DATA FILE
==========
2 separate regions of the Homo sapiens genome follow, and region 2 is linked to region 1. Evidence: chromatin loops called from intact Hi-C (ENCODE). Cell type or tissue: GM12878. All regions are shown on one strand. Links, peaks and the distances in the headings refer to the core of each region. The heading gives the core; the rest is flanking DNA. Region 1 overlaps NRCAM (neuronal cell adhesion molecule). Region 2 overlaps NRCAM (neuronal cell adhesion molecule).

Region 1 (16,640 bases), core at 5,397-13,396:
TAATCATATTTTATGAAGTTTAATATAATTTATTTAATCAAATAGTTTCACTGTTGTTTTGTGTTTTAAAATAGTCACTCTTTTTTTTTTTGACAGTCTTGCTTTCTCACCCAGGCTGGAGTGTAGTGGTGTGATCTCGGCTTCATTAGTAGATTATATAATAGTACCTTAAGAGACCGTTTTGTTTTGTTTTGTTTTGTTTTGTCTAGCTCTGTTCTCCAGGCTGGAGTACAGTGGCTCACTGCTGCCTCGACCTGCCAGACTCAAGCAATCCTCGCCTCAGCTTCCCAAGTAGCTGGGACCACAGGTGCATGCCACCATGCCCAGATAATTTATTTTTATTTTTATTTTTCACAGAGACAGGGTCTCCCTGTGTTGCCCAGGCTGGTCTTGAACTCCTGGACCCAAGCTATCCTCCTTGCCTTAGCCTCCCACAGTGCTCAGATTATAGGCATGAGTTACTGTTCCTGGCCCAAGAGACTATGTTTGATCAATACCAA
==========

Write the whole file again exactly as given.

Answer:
2 separate regions of the Homo sapiens genome follow, and region 2 is linked to region 1. Evidence: chromatin loops called from intact Hi-C (ENCODE). Cell type or tissue: GM12878. All regions are shown on one strand. Links, peaks and the distances in the headings refer to the core of each region. The heading gives the core; the rest is flanking DNA. Region 1 overlaps NRCAM (neuronal cell adhesion molecule). Region 2 overlaps NRCAM (neuronal cell adhesion molecule).

Region 1 (16,640 bases), core at 5,397-13,396:
TAATCATATTTTATGAAGTTTAATATAATTTATTTAATCAAATAGTTTCACTGTTGTTTTGTGTTTTAAAATAGTCACTCTTTTTTTTTTTGACAGTCTTGCTTTCTCACCCAGGCTGGAGTGTAGTGGTGTGATCTCGGCTTCATTAGTAGATTATATAATAGTACCTTAAGAGACCGTTTTGTTTTGTTTTGTTTTGTTTTGTCTAGCTCTGTTCTCCAGGCTGGAGTACAGTGGCTCACTGCTGCCTCGACCTGCCAGACTCAAGCAATCCTCGCCTCAGCTTCCCAAGTAGCTGGGACCACAGGTGCATGCCACCATGCCCAGATAATTTATTTTTATTTTTATTTTTCACAGAGACAGGGTCTCCCTGTGTTGCCCAGGCTGGTCTTGAACTCCTGGACCCAAGCTATCCTCCTTGCCTTAGCCTCCCACAGTGCTCAGATTATAGGCATGAGTTACTGTTCCTGGCCCAAGAGACTATGTTTGATCAATACCAA